Sunday March 26, 2017
THE TESTAMENT OF MARY
Review

THE TESTAMENT OF MARY

By Diana Simmonds
January 19 2017

THE TESTAMENT OF MARY, Sydney Theatre Company at Wharf 1, 18 January-25 February 2017. Photography by Lisa Tomasetti

At 90 minutes on stage or 81 printed book pages, Colm Tóibín’s work of 2012-2013 is a gem – one shortlisted for the Man Booker Prize and the other earned a Tony nomination for Best Play; neither was won but no matter. On stage, The Testament of Mary is an intense, transfixing, lyrical experience in the hands of director Imara Savage and a great actress: Alison Whyte.

For the play, Wharf 1 is transformed by designer Elizabeth Gadsby and lighting designer Emma Valente into somewhere chapel- or crypt-like. Max Lyandvert’s electro-liturgical music and soundscape add to an atmosphere wherein it’s easy to imagine the mix of incense and mildew that would permeate the black marble walls of such a place. And a red silk rope strung around the edge separates the congregation from the holy of holies: a flickering candle-lined niche on a dais from whence a classically gaudy statue of Our Lady begins her story.

Tóibín is a slyly smart as well as poetic writer and in titling the piece a “testament” he is suggesting what the Oxford Dictionary defines as “something that serves as a sign or evidence of a specified fact, event, or quality...” In other words, we are witnessing truth and reality. Except, of course, The Testament of Mary is a novella and a play – on words, deeds and actions.

Alison Whyte’s Mary confirms all the above and more. She is blessedly plausible as a woman exasperated by the typically ridiculous deeds of a bunch of over-zealous young men; a mother and grown woman – and a mistress of the art of story-telling. At some point she says of a disciple, “I know that he has written of things that neither he nor I saw.”

And there’s the rub: she is being badgered by those who would write a best-selling Gospel for her own anecdotes and – more important for them – confirmation that their versions of events are correct. However, from the often irritated Mary it quickly becomes clear that the concept of the unreliable witness is not new.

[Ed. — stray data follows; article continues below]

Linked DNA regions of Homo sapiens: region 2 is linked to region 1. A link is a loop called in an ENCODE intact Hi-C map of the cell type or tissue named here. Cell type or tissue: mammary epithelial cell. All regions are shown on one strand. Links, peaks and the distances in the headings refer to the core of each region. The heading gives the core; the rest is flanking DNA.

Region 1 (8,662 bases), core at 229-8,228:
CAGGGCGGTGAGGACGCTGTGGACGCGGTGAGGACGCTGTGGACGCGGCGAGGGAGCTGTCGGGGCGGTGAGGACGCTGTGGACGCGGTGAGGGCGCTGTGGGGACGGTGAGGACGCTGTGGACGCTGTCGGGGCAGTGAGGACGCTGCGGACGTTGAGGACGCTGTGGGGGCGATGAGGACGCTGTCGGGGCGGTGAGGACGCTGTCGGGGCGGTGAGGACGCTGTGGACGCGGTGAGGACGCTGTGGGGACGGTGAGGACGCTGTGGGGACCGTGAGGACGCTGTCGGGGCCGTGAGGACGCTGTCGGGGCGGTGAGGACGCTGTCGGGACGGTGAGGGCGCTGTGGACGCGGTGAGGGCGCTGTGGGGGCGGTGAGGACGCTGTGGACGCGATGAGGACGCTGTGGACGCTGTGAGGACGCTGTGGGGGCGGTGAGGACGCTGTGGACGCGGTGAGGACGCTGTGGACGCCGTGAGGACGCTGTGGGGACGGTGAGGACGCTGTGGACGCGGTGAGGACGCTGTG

THE TESTAMENT OF MARY

Thing is, we flawed little human beings see and remember events and people in ways that suit us. We can’t help it, and Matthew, Mark, Luke and John were no different. Like so many historians and drivers of political movements, they were intent on building a legacy; in this instance for the actions and sayings of Mary’s son. (She never mentions him by name, in this agonised omission she is Everymother.)

Mary’s view of their breathless accounts of such events as raising Lazarus from the dead or turning water into wine at a boozy wedding is that they were not so much miraculous as laddish ego and dubious motives. In a matter-of-fact and typically maternal tone of exasperation Mary makes this plausible. It’s a reminder that so often a fact is merely a matter of belief: something the post-truth era is placing in a harsh light.

Alison Whyte was most recently seen in Sydney late last year in Belvoir’s The Faith Healer. She was mesmerising in it, alone in a different kind of Irish story. This time the monologue is extended even further as she engages her audience in “the greatest story ever told”. Mary’s perspective is stripped of all hyperbole and heroism, however, and becomes an examination of those slippery prizes, “truth” and “love”.

Marvellous text, spellbinding performance. Perhaps not for Catholics of a fragile disposition, although they’d come out of it better than they went in. Amen.

 

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